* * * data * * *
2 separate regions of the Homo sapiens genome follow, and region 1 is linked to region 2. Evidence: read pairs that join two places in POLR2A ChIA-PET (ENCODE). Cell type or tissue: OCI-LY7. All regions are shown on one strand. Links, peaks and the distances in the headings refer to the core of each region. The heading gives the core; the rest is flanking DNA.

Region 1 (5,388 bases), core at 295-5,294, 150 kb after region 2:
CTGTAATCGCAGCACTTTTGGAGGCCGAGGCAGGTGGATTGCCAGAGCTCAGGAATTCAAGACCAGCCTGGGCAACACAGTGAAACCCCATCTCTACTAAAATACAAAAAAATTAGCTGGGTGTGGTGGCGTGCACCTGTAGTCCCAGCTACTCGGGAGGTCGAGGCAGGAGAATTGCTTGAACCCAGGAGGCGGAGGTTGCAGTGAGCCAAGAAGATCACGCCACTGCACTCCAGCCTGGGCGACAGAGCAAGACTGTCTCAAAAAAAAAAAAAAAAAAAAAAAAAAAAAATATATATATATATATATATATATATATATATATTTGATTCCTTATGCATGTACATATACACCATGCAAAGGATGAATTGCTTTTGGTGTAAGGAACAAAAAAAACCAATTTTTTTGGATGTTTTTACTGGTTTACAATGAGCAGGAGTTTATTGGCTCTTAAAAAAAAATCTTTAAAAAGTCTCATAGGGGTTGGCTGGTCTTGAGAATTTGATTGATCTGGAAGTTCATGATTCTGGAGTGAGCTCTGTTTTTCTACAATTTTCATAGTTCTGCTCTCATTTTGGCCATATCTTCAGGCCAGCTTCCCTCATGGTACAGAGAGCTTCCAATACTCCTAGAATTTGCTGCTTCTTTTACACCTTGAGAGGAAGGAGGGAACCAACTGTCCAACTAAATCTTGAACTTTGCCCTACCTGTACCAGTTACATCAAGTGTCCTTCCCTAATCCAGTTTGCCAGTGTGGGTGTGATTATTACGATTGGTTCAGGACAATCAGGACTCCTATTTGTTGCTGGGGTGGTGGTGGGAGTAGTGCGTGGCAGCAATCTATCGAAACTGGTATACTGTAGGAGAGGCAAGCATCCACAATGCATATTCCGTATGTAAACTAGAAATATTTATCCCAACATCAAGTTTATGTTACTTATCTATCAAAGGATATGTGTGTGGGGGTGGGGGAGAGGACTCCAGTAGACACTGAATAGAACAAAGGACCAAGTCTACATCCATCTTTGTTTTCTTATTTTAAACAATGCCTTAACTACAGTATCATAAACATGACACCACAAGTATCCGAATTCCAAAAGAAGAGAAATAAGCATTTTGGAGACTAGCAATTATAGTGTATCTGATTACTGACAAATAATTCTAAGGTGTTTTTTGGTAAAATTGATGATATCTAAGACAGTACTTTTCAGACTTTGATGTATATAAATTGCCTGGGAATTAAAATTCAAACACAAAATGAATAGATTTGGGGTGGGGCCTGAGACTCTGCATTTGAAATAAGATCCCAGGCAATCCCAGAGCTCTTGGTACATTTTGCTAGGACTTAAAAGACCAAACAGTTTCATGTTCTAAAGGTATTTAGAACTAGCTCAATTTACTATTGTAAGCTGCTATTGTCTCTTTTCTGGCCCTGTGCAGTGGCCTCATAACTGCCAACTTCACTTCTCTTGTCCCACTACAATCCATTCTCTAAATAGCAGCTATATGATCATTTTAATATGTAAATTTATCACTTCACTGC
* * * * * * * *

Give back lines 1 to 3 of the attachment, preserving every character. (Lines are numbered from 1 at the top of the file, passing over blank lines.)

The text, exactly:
2 separate regions of the Homo sapiens genome follow, and region 1 is linked to region 2. Evidence: read pairs that join two places in POLR2A ChIA-PET (ENCODE). Cell type or tissue: OCI-LY7. All regions are shown on one strand. Links, peaks and the distances in the headings refer to the core of each region. The heading gives the core; the rest is flanking DNA.

Region 1 (5,388 bases), core at 295-5,294, 150 kb after region 2:
CTGTAATCGCAGCACTTTTGGAGGCCGAGGCAGGTGGATTGCCAGAGCTCAGGAATTCAAGACCAGCCTGGGCAACACAGTGAAACCCCATCTCTACTAAAATACAAAAAAATTAGCTGGGTGTGGTGGCGTGCACCTGTAGTCCCAGCTACTCGGGAGGTCGAGGCAGGAGAATTGCTTGAACCCAGGAGGCGGAGGTTGCAGTGAGCCAAGAAGATCACGCCACTGCACTCCAGCCTGGGCGACAGAGCAAGACTGTCTCAAAAAAAAAAAAAAAAAAAAAAAAAAAAAATATATATATATATATATATATATATATATATATTTGATTCCTTATGCATGTACATATACACCATGCAAAGGATGAATTGCTTTTGGTGTAAGGAACAAAAAAAACCAATTTTTTTGGATGTTTTTACTGGTTTACAATGAGCAGGAGTTTATTGGCTCTTAAAAAAAAATCTTTAAAAAGTCTCATAGGGGTTGGCTGGTCTTGAGAATTTGATTGATCTGGAAGTTCATGATTCTGGAGTGAGCTCTGTTTTTCTACAATTTTCATAGTTCTGCTCTCATTTTGGCCATATCTTCAGGCCAGCTTCCCTCATGGTACAGAGAGCTTCCAATACTCCTAGAATTTGCTGCTTCTTTTACACCTTGAGAGGAAGGAGGGAACCAACTGTCCAACTAAATCTTGAACTTTGCCCTACCTGTACCAGTTACATCAAGTGTCCTTCCCTAATCCAGTTTGCCAGTGTGGGTGTGATTATTACGATTGGTTCAGGACAATCAGGACTCCTATTTGTTGCTGGGGTGGTGGTGGGAGTAGTGCGTGGCAGCAATCTATCGAAACTGGTATACTGTAGGAGAGGCAAGCATCCACAATGCATATTCCGTATGTAAACTAGAAATATTTATCCCAACATCAAGTTTATGTTACTTATCTATCAAAGGATATGTGTGTGGGGGTGGGGGAGAGGACTCCAGTAGACACTGAATAGAACAAAGGACCAAGTCTACATCCATCTTTGTTTTCTTATTTTAAACAATGCCTTAACTACAGTATCATAAACATGACACCACAAGTATCCGAATTCCAAAAGAAGAGAAATAAGCATTTTGGAGACTAGCAATTATAGTGTATCTGATTACTGACAAATAATTCTAAGGTGTTTTTTGGTAAAATTGATGATATCTAAGACAGTACTTTTCAGACTTTGATGTATATAAATTGCCTGGGAATTAAAATTCAAACACAAAATGAATAGATTTGGGGTGGGGCCTGAGACTCTGCATTTGAAATAAGATCCCAGGCAATCCCAGAGCTCTTGGTACATTTTGCTAGGACTTAAAAGACCAAACAGTTTCATGTTCTAAAGGTATTTAGAACTAGCTCAATTTACTATTGTAAGCTGCTATTGTCTCTTTTCTGGCCCTGTGCAGTGGCCTCATAACTGCCAACTTCACTTCTCTTGTCCCACTACAATCCATTCTCTAAATAGCAGCTATATGATCATTTTAATATGTAAATTTATCACTTCACTGC